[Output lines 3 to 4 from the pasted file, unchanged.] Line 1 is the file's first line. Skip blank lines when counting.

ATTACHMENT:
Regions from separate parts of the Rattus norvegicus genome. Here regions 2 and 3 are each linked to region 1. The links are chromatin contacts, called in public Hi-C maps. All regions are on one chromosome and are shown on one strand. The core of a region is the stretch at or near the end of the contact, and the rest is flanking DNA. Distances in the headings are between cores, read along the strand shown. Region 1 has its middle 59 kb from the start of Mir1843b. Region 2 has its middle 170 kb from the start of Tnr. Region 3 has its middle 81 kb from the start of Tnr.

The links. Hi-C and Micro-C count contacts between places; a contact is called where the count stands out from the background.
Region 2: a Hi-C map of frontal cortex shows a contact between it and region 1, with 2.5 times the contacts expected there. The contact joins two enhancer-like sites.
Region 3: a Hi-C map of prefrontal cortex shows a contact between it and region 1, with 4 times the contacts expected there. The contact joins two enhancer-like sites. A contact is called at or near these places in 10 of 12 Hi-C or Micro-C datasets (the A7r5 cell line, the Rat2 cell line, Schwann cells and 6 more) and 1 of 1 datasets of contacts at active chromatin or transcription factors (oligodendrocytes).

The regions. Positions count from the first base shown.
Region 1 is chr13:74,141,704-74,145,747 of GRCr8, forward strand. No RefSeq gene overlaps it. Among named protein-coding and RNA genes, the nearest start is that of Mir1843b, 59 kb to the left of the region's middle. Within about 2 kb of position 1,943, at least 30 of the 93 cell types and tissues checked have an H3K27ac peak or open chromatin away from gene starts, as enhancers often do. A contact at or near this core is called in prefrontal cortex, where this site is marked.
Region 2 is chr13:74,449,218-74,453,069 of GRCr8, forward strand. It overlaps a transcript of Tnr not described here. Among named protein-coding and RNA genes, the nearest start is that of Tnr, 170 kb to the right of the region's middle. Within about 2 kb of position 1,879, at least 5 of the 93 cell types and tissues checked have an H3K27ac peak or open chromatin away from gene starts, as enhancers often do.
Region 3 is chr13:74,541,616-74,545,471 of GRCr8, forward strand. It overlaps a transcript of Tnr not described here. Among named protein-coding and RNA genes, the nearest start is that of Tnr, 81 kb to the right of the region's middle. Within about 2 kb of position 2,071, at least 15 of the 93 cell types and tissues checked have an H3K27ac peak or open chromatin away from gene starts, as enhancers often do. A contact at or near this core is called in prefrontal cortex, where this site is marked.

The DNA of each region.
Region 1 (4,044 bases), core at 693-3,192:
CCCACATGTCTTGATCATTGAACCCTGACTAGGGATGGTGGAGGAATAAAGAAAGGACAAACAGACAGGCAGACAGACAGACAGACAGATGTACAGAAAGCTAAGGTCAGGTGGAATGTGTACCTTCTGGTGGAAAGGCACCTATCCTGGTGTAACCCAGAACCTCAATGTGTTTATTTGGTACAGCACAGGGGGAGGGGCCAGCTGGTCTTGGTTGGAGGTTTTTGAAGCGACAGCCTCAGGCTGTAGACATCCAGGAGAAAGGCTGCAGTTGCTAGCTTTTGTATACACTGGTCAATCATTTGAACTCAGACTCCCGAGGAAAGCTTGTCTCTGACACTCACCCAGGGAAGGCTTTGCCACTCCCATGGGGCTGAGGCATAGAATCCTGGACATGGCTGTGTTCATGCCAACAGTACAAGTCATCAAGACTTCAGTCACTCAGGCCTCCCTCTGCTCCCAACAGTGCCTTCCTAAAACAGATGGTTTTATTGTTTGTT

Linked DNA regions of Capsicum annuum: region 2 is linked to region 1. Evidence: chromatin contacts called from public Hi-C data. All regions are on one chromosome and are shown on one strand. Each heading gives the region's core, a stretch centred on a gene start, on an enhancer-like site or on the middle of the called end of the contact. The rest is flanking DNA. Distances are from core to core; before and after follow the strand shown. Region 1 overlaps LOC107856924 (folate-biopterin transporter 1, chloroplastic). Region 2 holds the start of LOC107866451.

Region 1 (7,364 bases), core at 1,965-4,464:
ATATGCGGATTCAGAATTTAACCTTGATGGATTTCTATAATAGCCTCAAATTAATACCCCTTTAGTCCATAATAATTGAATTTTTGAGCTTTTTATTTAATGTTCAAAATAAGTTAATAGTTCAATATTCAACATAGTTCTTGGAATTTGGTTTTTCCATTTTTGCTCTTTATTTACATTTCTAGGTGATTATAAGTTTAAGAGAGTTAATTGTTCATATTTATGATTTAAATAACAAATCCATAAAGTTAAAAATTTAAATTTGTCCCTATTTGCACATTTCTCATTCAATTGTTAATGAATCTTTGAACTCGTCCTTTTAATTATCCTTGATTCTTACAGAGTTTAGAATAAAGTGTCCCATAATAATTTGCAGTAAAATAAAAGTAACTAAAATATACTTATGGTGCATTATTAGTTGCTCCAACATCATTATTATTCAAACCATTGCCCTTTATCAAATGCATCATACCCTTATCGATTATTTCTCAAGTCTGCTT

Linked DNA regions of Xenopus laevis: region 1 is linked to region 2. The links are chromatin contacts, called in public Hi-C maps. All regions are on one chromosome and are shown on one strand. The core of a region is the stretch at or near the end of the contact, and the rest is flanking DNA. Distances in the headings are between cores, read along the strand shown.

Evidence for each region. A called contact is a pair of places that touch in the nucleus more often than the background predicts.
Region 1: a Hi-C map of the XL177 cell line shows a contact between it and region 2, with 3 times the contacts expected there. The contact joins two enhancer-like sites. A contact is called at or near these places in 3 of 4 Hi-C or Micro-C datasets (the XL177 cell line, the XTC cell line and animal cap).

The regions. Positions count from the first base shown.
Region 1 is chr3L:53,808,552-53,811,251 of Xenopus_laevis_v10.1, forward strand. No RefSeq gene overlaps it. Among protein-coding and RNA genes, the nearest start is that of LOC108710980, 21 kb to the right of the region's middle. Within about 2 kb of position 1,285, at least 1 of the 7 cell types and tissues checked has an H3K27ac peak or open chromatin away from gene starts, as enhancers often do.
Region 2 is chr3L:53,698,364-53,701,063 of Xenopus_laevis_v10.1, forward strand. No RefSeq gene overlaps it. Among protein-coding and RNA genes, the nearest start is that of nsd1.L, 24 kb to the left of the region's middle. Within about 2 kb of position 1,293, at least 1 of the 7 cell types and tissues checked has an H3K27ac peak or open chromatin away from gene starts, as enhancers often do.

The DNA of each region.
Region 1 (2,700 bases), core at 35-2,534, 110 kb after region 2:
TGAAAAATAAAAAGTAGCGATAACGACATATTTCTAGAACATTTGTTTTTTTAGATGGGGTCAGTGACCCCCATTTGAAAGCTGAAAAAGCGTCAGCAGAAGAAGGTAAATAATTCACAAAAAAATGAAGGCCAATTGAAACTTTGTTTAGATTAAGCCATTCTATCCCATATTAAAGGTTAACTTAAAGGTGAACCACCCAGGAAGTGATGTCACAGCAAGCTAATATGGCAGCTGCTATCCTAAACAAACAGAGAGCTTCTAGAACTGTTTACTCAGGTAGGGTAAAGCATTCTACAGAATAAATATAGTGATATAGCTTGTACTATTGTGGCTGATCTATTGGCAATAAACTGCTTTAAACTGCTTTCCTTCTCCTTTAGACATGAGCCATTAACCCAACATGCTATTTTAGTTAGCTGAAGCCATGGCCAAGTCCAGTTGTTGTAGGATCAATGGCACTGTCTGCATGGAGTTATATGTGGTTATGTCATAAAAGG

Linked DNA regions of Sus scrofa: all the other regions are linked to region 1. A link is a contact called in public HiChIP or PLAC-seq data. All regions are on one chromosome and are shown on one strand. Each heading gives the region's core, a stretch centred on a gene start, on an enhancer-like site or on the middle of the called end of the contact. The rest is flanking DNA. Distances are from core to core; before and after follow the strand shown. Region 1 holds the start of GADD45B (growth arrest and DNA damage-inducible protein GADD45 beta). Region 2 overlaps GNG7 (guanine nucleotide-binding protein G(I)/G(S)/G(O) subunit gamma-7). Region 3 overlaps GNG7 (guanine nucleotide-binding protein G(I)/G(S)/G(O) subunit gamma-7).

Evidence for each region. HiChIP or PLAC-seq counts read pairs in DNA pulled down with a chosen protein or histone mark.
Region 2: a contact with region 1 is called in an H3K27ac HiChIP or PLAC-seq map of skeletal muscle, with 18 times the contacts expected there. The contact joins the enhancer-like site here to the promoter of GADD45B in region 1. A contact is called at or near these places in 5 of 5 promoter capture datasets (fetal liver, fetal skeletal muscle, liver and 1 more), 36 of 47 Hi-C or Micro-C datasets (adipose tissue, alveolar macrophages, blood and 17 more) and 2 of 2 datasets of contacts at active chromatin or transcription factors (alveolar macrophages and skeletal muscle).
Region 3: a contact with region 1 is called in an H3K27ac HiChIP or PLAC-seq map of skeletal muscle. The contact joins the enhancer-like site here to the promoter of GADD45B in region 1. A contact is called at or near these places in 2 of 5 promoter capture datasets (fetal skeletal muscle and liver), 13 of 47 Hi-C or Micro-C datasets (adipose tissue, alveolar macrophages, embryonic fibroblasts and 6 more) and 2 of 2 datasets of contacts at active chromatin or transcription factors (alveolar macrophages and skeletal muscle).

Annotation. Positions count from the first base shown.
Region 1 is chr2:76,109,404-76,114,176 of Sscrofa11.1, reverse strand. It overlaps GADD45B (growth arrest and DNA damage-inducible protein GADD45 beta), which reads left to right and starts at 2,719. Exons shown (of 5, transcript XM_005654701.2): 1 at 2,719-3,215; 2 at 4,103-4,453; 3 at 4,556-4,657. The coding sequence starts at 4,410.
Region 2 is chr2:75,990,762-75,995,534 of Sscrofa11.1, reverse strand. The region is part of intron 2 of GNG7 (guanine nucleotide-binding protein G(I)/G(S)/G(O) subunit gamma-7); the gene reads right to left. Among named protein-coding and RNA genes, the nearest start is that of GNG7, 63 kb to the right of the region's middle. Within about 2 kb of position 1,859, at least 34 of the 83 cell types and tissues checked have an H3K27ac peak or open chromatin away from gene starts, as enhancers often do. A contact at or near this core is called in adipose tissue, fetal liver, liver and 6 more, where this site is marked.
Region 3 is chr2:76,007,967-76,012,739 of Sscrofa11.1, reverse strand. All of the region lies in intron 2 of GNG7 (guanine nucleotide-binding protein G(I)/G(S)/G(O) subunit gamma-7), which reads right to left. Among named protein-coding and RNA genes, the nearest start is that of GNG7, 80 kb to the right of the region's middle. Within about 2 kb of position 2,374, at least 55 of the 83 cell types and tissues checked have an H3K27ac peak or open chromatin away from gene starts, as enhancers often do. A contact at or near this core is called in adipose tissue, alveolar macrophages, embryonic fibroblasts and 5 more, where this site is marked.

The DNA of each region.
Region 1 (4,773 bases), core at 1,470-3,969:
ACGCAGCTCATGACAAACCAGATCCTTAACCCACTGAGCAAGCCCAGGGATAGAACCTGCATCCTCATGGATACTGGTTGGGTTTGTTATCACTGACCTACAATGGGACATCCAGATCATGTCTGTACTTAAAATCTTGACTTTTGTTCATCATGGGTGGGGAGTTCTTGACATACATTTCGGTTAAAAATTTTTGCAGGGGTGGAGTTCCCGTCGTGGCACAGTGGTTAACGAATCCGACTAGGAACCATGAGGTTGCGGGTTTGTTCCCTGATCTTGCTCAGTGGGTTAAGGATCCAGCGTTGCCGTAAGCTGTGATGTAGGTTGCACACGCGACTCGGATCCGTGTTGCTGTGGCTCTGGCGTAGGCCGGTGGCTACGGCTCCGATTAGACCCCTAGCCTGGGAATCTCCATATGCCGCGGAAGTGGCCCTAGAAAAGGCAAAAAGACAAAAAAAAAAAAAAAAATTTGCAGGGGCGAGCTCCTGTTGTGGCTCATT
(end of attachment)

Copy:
Region 2: a Hi-C map of frontal cortex shows a contact between it and region 1, with 2.5 times the contacts expected there. The contact joins two enhancer-like sites.
Region 3: a Hi-C map of prefrontal cortex shows a contact between it and region 1, with 4 times the contacts expected there. The contact joins two enhancer-like sites. A contact is called at or near these places in 10 of 12 Hi-C or Micro-C datasets (the A7r5 cell line, the Rat2 cell line, Schwann cells and 6 more) and 1 of 1 datasets of contacts at active chromatin or transcription factors (oligodendrocytes).